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Ethanol Blending Programme (EBP) in India

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Ethanol blending is the practice of blending petrol with ethanol. Many countries, including India, have adopted ethanol blending in petrol in order to reduce vehicle exhaust emissions and also to reduce the import burden on account of crude petroleum from which petrol is produced. It is estimated that a 5% blending (105 crore litres) can result in replacement of around 1.8 million Barrels of crude oil . The renewable ethanol content, which is a by product of the sugar industry, is expected to result in a net reduction in the emission of carbon dioxide, carbon monoxide (CO) and hydrocarbons (HC). Ethanol itself burns cleaner and burns more completely than petrol it is blended into. In India, ethanol is mainly derived by sugarcane molasses, which is a by-product in the conversion of sugar cane juice to sugar.

The practice of blending ethanol started in India in 2001. Government of India mandated blending of 5% ethanol with petrol in 9 States and 4 Union Territories in the year 2003 and subsequently mandated 5% blending of ethanol with petrol on an all-India basis in November 2006 (in 20 States and 8 Union Territories except a few North East states and Jammu & Kashmir). This was also an attempt to reduce the Under-recovery of Public Sector Oil Marketing Companies (OMCs). Ministry of Petroleum and Natural Gas, on 1 September, 2015, inter-alia has asked OMCs to target ten percent blending of ethanol in Petrol in as many States as possible. In countries like US, blending is allowed upto 10%. Subsequent to Brazil's bio-fuel programme, which began in 1976, close to 94% of cars sold in Brazil are flexible fuel cars that can handle ethanol blends from 18 per cent upward .

Ethanol blending first found mention in the Auto fuel policy of 2003. It suggested developing technologies for producing ethanol/ bio fuels from renewable energy sources and introducing vehicles to utilise these bio fuels. Later, as per National Policy on Bio-fuels, announced in December 2009, oil companies were required to sell petrol blended with at least 5% of ethanol. It proposed that the blending level be increased to 20% by 2017.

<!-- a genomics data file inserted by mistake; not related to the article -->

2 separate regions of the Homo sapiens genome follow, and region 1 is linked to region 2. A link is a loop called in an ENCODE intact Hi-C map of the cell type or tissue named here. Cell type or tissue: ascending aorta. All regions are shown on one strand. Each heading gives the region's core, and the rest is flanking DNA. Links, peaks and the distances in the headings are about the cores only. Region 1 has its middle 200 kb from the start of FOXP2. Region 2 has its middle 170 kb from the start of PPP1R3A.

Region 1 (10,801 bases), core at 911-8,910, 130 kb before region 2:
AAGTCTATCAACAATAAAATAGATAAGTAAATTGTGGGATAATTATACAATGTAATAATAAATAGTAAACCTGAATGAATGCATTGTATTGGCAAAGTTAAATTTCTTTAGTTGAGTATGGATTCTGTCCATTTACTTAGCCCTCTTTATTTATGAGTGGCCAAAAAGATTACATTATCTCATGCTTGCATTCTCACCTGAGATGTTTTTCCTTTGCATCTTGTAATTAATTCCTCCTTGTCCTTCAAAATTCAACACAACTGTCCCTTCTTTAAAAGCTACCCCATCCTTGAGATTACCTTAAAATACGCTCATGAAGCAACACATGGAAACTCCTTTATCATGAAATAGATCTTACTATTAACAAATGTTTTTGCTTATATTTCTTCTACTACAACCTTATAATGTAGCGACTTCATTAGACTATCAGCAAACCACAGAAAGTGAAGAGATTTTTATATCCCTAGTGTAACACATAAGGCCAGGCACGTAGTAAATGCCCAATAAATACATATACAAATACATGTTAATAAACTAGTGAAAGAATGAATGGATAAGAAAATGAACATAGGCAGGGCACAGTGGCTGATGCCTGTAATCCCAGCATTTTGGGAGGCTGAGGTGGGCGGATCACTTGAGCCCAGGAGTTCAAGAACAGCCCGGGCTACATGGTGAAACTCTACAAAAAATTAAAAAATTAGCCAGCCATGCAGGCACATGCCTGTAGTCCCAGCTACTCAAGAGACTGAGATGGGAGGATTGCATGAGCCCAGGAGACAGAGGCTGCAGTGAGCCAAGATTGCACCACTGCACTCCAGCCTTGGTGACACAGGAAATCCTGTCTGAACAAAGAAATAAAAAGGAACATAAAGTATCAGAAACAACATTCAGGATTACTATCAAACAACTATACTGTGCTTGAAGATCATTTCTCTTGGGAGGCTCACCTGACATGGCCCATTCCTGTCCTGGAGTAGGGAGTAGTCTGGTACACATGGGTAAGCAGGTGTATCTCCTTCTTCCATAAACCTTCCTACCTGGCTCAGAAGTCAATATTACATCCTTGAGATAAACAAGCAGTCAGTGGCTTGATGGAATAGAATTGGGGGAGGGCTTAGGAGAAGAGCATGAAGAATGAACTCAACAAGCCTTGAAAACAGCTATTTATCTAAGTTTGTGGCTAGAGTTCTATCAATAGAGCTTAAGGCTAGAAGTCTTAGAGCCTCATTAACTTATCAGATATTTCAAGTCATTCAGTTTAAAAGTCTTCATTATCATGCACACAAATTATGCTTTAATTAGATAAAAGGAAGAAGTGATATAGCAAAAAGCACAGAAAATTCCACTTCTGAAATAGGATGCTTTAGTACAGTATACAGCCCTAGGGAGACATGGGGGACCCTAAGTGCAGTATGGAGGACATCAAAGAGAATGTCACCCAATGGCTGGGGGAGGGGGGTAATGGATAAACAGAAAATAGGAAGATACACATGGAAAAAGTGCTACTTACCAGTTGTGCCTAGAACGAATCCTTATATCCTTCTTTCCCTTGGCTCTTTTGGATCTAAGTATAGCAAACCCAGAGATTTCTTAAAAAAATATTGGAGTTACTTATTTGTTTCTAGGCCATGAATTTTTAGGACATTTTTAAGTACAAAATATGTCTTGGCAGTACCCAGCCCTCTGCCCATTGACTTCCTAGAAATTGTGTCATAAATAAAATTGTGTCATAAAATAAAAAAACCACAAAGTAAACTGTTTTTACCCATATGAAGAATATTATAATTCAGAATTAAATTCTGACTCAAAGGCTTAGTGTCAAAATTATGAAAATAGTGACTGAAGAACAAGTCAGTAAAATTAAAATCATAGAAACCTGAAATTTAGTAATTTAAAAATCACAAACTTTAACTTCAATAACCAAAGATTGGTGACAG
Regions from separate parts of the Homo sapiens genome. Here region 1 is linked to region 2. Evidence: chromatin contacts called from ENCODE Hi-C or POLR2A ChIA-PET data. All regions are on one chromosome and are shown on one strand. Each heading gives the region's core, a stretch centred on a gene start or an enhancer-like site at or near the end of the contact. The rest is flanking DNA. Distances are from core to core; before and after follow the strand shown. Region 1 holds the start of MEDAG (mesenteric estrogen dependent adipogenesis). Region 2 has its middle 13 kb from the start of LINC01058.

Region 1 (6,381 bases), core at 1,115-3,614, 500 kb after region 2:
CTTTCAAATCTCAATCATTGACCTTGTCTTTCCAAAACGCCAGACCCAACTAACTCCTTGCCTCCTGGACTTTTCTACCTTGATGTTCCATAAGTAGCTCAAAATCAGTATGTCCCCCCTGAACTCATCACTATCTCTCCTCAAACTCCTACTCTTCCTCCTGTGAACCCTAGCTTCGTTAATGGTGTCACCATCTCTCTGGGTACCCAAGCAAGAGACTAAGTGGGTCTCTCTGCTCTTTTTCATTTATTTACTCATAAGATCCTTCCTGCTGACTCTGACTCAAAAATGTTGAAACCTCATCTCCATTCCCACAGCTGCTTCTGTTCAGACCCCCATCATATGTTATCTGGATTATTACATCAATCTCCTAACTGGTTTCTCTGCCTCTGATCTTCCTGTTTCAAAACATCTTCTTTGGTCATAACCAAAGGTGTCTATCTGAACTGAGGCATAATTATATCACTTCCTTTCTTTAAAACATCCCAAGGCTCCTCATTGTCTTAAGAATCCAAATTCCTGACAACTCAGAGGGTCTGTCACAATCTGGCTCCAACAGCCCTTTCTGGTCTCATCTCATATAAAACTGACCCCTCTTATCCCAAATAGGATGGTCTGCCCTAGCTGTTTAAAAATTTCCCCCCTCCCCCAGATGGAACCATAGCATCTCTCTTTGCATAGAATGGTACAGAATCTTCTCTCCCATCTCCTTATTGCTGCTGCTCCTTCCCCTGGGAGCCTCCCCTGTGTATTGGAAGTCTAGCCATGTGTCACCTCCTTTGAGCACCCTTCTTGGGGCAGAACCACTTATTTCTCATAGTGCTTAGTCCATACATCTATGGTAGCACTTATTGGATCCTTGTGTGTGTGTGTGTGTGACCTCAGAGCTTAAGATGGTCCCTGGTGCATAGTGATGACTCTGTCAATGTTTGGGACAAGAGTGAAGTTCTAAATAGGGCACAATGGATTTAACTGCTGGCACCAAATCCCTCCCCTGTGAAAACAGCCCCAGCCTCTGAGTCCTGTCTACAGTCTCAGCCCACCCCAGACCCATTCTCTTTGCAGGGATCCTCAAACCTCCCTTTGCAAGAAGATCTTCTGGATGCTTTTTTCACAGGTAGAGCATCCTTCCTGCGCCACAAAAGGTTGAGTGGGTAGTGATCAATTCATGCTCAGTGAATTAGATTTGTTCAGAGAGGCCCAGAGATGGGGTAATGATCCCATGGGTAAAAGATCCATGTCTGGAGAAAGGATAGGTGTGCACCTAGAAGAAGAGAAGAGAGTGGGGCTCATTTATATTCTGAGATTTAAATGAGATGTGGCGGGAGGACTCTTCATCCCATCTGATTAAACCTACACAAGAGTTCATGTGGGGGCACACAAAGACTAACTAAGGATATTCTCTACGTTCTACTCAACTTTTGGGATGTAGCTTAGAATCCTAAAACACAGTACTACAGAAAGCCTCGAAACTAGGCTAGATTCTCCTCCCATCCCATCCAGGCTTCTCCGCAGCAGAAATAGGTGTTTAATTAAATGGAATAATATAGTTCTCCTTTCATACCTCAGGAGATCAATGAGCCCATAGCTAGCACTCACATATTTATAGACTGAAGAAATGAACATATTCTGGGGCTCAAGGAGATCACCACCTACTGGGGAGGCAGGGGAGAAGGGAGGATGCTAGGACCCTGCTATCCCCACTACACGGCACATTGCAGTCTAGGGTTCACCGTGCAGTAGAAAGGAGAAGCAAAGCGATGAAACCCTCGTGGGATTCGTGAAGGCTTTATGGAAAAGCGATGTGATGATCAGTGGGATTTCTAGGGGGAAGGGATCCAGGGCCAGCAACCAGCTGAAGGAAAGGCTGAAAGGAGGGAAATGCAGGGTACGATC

Ethanol, being a by product of the sugar industry, was expected to be freely available. However, Oil marketing companies (OMCs) were not even able to get bids for more than 50% of the amount offered for purchase . Further, the Government decided on 22.11.2012 that procurement price of ethanol will henceforth be decided between Oil Marketing Companies (OMCs) and suppliers of ethanol. In addition, on 03.07.2013, it was decided that ethanol would be procured only from domestic sources. This led to a rise in ethanol prices, which to a great extent reportedly eroded the economy of the blend. At present, government has permitted OMCs to implement the ethanol blending programme in notified 20 States and 4 Union Territories as per the availability of ethanol.

There are reportedly significant transaction barriers which impede smooth supplies of ethanol for blending. In several States, State not only imposes levy on molasses but also regulates the movement of non levy molasses. Inter-state movement of ethanol requires No-Objection-Certificates (NOCs) from the State Excise Authorities along with permits from dispatching and receiving States. Most States impose “Export/Import” duties on ethanol leaving and entering their boundaries. There are some instances where Octroi is levied on ethanol for entry into municipal limits. Hence States were requested by the Central Government to liberalise restrictions on the supply of ethanol so that its blending with petrol can be encouraged while improving the financial health of sugar sector and also liquidation of cane dues of farmers.

As per the estimates given in Auto Fuel Vision and Policy 2025 issued in May 2014, blended petrol is available only in 13 states and the average blend is 2%. During the sugar year 2014-15, OMCs have achieved a blending percentage of 2.3% as per the press release dated 25 April 2016.

Hence, in order to improve the availability of ethanol, the Government, on December 10, 2014, fixed the price of Ethanol in the Range of Rs. 48.50 to Rs. 49.50, depending upon the distance of distillery from the depot/installation of the OMCs. (The rates are inclusive of all central and statutory levies, transportation cost etc, which would be borne by the Ethanol suppliers). Fixation of ethanol price based on distance, has encouraged movement of ethanol to longer distances, including States having lack of distilleries. Further, ethanol produced from other non-food feedstocks besides molasses, like cellulosic and ligno cellulosic materials including petrochemical route, has also been allowed to be procured subject to meeting the relevant Bureau of Indian Standards (BIS) specifications.


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